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The long-running annual international TV song competition.

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1 Season, 64 Episodes
May 12, 2018
Music, Reality
5.2/10
Cast: Megan Park, Dane Rhodes, Karina Willis, Stephen Colletti
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Eurovision Song Contest Full Episode Guide

  • The Eurovision Song Contest 2018 will be the 63rd edition of the Eurovision Song Contest. It will take place for the first time in Portugal, at the Altice Arena in Lisbon, following the country's first victory at the 2017 contest in Kiev with the song "Amar pelos dois", performed by Salvador Sobral. The contest will consist of two semi-finals and a final scheduled to be held on 8, 10 and 12 May 2018.Forty-three countries will participate in the contest, equalling the record of the 2008 and 2011 editions. Russia will return after their withdrawal from the previous edition and for the first time since 2011, no country will be withdrawing from the contest.The theme for the contest, All Aboard!, was unveiled on 7 November 2017. Its visual design features oceanic motifs that allude to Lisbon's location on the Atlantic coast and to the Portuguese seafaring history. Alongside the main emblem, which depicts a stylised seashell, twelve supplemental emblems were designed to symbolise different aspects of a marine ecosystem.The EBU announced on 17 November 2017 that forty-three countries will participate in the contest. Russia will return after they withdrew from the 2017 contest. This equals the highest number of participating countries ever at the Eurovision Song Contest since the 2008 and 2011 editions.

  • 26 countries competed in the final, which was the first to be broadcast on live television in the United States. The Czech Republic managed to qualify for the final for the first time in five attempts since its debut in 2007, while both Bosnia and Herzegovina and Greece failed to qualify from the semi-finals for the first time ever, the latter being absent from the final for the first time since 2000. In the final, Australia finished second, improving on its debut in 2015, while Bulgaria finished fourth, its best result since its debut and first participation in a final since 2007. Justin Timberlake performed during the interval act of the final. A record-breaking 204 million viewers worldwide watched the contest, beating the 2015 viewing figures by over 5 million.The slogan for the 2016 Eurovision Song Contest was Come Together. The theme artwork, inspired by the dandelion, symbolised the power of resistance and resilience but also of regeneration - when the seeds fly away from the dandelion new life is created where they touch down. There was considerable interest in hosting the Eurovision Song Contest in Sweden with several cities bidding for the opportunity including previous host cities Malm? and Gothenburg. The Grand Final was broadcast in the United States for the first time.During the Grand Final the points from the juries and televotes were presented separately.Germany finished last for the second year running.Australia won the jury vote and Russia won the televote, however Ukraine scored steadily throughout and received the most points overall.1944 is the first song in the history of the Eurovision Song Contest to be performed in Crimean Tatar.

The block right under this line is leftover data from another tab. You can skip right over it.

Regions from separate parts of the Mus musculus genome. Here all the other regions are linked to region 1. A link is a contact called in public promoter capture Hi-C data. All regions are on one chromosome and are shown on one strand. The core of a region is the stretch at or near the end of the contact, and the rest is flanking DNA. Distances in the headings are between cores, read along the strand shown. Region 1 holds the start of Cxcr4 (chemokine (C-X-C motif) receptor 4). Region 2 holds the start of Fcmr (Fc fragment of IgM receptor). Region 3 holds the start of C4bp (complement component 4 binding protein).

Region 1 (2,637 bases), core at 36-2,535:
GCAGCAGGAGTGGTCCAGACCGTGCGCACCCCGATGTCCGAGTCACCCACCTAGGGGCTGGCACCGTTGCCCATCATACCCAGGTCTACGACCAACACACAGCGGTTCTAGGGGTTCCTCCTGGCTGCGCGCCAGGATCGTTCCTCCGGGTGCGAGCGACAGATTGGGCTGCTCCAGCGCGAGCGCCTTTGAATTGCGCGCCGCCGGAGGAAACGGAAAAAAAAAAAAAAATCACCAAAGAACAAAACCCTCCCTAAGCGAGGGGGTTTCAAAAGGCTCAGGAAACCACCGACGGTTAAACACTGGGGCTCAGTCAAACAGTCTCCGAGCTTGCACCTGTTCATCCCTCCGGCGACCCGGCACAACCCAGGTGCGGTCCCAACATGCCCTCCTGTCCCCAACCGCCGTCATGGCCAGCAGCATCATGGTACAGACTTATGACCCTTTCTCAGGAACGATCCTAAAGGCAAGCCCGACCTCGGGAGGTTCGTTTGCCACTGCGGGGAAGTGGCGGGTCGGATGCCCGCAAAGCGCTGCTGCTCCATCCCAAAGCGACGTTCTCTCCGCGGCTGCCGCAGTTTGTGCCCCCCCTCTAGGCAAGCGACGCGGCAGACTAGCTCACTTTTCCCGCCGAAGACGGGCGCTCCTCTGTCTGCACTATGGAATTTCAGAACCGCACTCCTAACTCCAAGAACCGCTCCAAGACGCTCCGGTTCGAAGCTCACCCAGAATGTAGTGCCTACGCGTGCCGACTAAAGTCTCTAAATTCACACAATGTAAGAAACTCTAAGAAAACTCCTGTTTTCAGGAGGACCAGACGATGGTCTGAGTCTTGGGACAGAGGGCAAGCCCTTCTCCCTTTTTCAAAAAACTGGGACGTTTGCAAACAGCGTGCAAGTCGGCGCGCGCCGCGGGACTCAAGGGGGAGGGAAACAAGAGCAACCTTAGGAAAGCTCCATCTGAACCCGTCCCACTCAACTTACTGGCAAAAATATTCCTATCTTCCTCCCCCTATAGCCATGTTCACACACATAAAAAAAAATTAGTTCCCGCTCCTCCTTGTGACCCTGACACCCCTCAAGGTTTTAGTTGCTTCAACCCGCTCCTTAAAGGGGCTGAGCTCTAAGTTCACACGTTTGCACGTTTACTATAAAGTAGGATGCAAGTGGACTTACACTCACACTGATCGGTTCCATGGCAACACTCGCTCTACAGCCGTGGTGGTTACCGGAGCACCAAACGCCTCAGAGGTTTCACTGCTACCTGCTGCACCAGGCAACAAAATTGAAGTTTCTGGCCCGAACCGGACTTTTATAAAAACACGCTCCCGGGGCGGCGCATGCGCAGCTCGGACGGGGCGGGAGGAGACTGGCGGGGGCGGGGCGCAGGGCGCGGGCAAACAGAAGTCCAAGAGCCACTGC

• The 2013 Eurovision Song Contest was in the Malm? Arena in Malm?, Sweden. 26 countries qualified for the Grand Final and took the stage in front of a live audience and millions watching at home.The opening act of the Grand Final started with a Eurovision Song Contest anthem called We Write The Story by Benny and Bj?rn from ABBA and the Swedish worldwide sensation Aviccii. Petra Mede presented the show alone, the first time that there had been a solo presenter since 1995. The slogan for the 2013 competition was We Are One.In the end, after all the excitement and millions of votes, it was Emmelie de Forest who the trophy home for Denmark with her song Only Teardrops. There was a mechanism built into the catwalk of the stage that could elevate the artists however it was only used by Loreen in the interval act and the UK participant and the UK participant, Bonnie Tyler. Ukraine's performance featured Igor Vovkovinskiy who is the tallest person living in the United States. Igor carried Zlata, Ukraine's representative, onto the stage during her performance.

  • For the first time since 1983, Germany hosted the Eurovision Song Contest. The 2011 Eurovision Song Contest was held in D?sseldorf following an open selection process. A total of forty-three countries took part in the 2011 contest held in D?sseldorf. The city emerged as the winner of an open selection process which saw several cities compete for the right to host the Eurovision Song Contest. The biggest news of this contest was the return of Italy, after more than ten years. Italy joined France, Germany, Spain and the United Kingdom to form the so-called Big Five countries that have automatic qualification to the Grand Final. Italy went on to take second place in the Grand Final with the song Madness Of Love by Raphael Gualazzi.One of the most famous German comediennes, Anke Engelke, TV anchor Judith Rakers and all-round showman Stefan Raab hosted the event. Raab had also been part of Lena's winning team in 2010. Azerbaijan's Ell and Nikki triumphed in the 2011 Eurovision Song Contest. Italy's Raphael Gualazzi finished second and Sweden's Eric Saade finished third. It was the very first victory for Azerbaijan and meant that the contest would go to its most eastern location in the history of the competition the following year.The broadcast of the Grand Final won the Rose d'Or award for Best Live Event.Lena, the winner of the previous year, came back to defend her title with the song Taken By A Stranger. She ended up 10th in the final.The UK was represented by a high-profile act in 2011, Blue. The group finished 11th in the Grand Final with I Can.